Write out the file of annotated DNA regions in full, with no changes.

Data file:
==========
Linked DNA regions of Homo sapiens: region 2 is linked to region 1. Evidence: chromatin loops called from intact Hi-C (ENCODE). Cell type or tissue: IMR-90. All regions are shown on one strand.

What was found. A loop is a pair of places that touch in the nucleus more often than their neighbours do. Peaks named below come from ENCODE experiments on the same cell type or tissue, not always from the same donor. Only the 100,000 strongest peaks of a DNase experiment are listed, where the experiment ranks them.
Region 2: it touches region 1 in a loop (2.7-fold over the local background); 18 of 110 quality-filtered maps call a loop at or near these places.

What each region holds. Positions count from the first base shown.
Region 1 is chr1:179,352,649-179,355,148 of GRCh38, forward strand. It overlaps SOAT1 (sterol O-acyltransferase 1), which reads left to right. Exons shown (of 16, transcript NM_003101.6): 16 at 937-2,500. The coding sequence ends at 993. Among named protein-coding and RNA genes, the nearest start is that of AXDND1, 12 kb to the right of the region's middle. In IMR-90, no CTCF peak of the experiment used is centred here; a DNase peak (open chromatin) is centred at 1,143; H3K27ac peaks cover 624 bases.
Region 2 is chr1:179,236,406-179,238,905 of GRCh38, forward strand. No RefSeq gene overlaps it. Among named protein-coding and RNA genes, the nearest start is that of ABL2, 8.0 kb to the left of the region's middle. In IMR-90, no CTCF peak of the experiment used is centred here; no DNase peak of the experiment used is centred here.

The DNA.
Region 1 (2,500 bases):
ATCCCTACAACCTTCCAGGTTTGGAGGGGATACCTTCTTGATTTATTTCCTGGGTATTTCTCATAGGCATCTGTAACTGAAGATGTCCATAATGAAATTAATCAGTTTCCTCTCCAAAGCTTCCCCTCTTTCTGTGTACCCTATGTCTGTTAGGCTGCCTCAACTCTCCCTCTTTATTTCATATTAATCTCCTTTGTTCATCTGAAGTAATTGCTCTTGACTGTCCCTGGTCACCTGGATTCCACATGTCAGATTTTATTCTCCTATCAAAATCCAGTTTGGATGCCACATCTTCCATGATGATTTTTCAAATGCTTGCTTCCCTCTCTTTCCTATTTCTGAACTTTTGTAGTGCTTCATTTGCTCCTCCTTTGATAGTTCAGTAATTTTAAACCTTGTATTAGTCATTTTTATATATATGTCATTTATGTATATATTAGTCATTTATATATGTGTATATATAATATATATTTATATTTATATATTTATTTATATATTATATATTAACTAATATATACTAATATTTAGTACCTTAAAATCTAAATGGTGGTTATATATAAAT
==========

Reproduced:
Linked DNA regions of Homo sapiens: region 2 is linked to region 1. Evidence: chromatin loops called from intact Hi-C (ENCODE). Cell type or tissue: IMR-90. All regions are shown on one strand.

What was found. A loop is a pair of places that touch in the nucleus more often than their neighbours do. Peaks named below come from ENCODE experiments on the same cell type or tissue, not always from the same donor. Only the 100,000 strongest peaks of a DNase experiment are listed, where the experiment ranks them.
Region 2: it touches region 1 in a loop (2.7-fold over the local background); 18 of 110 quality-filtered maps call a loop at or near these places.

What each region holds. Positions count from the first base shown.
Region 1 is chr1:179,352,649-179,355,148 of GRCh38, forward strand. It overlaps SOAT1 (sterol O-acyltransferase 1), which reads left to right. Exons shown (of 16, transcript NM_003101.6): 16 at 937-2,500. The coding sequence ends at 993. Among named protein-coding and RNA genes, the nearest start is that of AXDND1, 12 kb to the right of the region's middle. In IMR-90, no CTCF peak of the experiment used is centred here; a DNase peak (open chromatin) is centred at 1,143; H3K27ac peaks cover 624 bases.
Region 2 is chr1:179,236,406-179,238,905 of GRCh38, forward strand. No RefSeq gene overlaps it. Among named protein-coding and RNA genes, the nearest start is that of ABL2, 8.0 kb to the left of the region's middle. In IMR-90, no CTCF peak of the experiment used is centred here; no DNase peak of the experiment used is centred here.

The DNA.
Region 1 (2,500 bases):
ATCCCTACAACCTTCCAGGTTTGGAGGGGATACCTTCTTGATTTATTTCCTGGGTATTTCTCATAGGCATCTGTAACTGAAGATGTCCATAATGAAATTAATCAGTTTCCTCTCCAAAGCTTCCCCTCTTTCTGTGTACCCTATGTCTGTTAGGCTGCCTCAACTCTCCCTCTTTATTTCATATTAATCTCCTTTGTTCATCTGAAGTAATTGCTCTTGACTGTCCCTGGTCACCTGGATTCCACATGTCAGATTTTATTCTCCTATCAAAATCCAGTTTGGATGCCACATCTTCCATGATGATTTTTCAAATGCTTGCTTCCCTCTCTTTCCTATTTCTGAACTTTTGTAGTGCTTCATTTGCTCCTCCTTTGATAGTTCAGTAATTTTAAACCTTGTATTAGTCATTTTTATATATATGTCATTTATGTATATATTAGTCATTTATATATGTGTATATATAATATATATTTATATTTATATATTTATTTATATATTATATATTAACTAATATATACTAATATTTAGTACCTTAAAATCTAAATGGTGGTTATATATAAAT